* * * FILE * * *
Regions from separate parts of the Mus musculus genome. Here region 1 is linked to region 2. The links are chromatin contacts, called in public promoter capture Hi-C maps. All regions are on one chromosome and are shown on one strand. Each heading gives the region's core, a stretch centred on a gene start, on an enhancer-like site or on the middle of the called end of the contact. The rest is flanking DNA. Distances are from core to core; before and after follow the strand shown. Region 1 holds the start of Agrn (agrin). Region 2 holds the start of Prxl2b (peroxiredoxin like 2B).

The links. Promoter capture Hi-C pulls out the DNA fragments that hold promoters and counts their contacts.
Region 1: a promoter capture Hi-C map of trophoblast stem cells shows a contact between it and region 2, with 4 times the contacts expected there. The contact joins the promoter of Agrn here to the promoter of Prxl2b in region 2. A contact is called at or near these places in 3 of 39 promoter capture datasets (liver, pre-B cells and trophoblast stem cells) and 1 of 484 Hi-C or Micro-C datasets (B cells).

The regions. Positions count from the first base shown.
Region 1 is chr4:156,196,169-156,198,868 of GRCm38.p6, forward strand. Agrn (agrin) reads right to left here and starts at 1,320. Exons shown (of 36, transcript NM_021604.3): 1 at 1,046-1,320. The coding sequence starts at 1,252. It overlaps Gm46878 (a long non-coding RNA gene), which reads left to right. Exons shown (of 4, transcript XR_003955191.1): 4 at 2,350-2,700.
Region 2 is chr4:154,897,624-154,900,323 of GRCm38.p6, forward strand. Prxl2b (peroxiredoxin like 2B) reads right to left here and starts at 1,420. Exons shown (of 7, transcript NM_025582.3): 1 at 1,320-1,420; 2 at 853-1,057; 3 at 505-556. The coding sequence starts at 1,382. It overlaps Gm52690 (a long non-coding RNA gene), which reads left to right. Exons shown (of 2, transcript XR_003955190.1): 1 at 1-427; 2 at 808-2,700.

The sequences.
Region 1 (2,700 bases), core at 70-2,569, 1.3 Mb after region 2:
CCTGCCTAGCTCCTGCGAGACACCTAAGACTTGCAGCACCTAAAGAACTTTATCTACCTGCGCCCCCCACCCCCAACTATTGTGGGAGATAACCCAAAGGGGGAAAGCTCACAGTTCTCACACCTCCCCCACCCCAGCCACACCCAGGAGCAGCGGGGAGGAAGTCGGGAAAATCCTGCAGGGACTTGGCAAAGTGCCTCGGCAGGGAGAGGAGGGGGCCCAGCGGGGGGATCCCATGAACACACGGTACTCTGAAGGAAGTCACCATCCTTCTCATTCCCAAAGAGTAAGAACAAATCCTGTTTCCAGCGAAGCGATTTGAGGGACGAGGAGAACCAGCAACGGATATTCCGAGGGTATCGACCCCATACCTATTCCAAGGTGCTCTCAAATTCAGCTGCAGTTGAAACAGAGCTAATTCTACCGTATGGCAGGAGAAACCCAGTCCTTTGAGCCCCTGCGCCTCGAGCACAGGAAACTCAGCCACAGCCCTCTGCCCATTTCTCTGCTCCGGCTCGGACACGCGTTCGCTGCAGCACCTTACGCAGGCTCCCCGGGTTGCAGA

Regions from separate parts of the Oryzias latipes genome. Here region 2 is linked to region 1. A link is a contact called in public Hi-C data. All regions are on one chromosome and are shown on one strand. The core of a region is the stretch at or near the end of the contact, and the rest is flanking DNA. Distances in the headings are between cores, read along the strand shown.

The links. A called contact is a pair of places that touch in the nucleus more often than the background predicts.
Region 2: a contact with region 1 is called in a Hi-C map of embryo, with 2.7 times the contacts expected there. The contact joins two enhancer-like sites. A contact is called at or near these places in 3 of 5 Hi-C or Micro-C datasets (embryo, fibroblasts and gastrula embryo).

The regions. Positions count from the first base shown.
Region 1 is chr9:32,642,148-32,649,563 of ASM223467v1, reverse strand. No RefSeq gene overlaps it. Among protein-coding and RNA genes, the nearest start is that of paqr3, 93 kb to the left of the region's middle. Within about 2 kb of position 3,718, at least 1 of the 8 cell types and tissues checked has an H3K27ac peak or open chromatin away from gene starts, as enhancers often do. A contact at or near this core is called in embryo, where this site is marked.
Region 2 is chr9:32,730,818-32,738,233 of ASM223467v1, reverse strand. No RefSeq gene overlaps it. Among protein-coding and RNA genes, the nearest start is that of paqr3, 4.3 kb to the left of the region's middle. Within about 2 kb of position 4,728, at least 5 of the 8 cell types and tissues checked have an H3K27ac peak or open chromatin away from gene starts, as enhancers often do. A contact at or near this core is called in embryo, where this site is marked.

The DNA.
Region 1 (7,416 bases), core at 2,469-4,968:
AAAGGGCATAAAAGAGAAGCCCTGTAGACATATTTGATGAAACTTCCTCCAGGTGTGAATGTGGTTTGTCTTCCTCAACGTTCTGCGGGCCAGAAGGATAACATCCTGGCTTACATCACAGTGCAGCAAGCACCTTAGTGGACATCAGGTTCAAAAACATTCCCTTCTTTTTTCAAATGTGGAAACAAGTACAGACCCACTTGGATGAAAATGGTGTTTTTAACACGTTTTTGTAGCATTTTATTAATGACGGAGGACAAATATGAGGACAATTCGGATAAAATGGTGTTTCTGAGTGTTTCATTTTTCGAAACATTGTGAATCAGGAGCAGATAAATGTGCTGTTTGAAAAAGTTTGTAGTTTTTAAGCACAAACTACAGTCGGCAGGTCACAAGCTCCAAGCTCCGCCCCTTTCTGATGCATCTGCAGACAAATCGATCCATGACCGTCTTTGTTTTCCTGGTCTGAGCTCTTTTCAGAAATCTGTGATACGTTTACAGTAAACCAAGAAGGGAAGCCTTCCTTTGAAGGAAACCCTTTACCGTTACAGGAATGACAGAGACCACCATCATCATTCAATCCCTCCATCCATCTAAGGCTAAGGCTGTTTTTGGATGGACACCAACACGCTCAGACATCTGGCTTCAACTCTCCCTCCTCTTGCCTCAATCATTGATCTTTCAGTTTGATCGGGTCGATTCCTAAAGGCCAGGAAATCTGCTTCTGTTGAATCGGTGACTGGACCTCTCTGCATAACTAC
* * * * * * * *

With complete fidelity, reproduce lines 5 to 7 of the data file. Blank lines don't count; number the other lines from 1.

Region 1 is chr4:156,196,169-156,198,868 of GRCm38.p6, forward strand. Agrn (agrin) reads right to left here and starts at 1,320. Exons shown (of 36, transcript NM_021604.3): 1 at 1,046-1,320. The coding sequence starts at 1,252. It overlaps Gm46878 (a long non-coding RNA gene), which reads left to right. Exons shown (of 4, transcript XR_003955191.1): 4 at 2,350-2,700.
Region 2 is chr4:154,897,624-154,900,323 of GRCm38.p6, forward strand. Prxl2b (peroxiredoxin like 2B) reads right to left here and starts at 1,420. Exons shown (of 7, transcript NM_025582.3): 1 at 1,320-1,420; 2 at 853-1,057; 3 at 505-556. The coding sequence starts at 1,382. It overlaps Gm52690 (a long non-coding RNA gene), which reads left to right. Exons shown (of 2, transcript XR_003955190.1): 1 at 1-427; 2 at 808-2,700.

The sequences.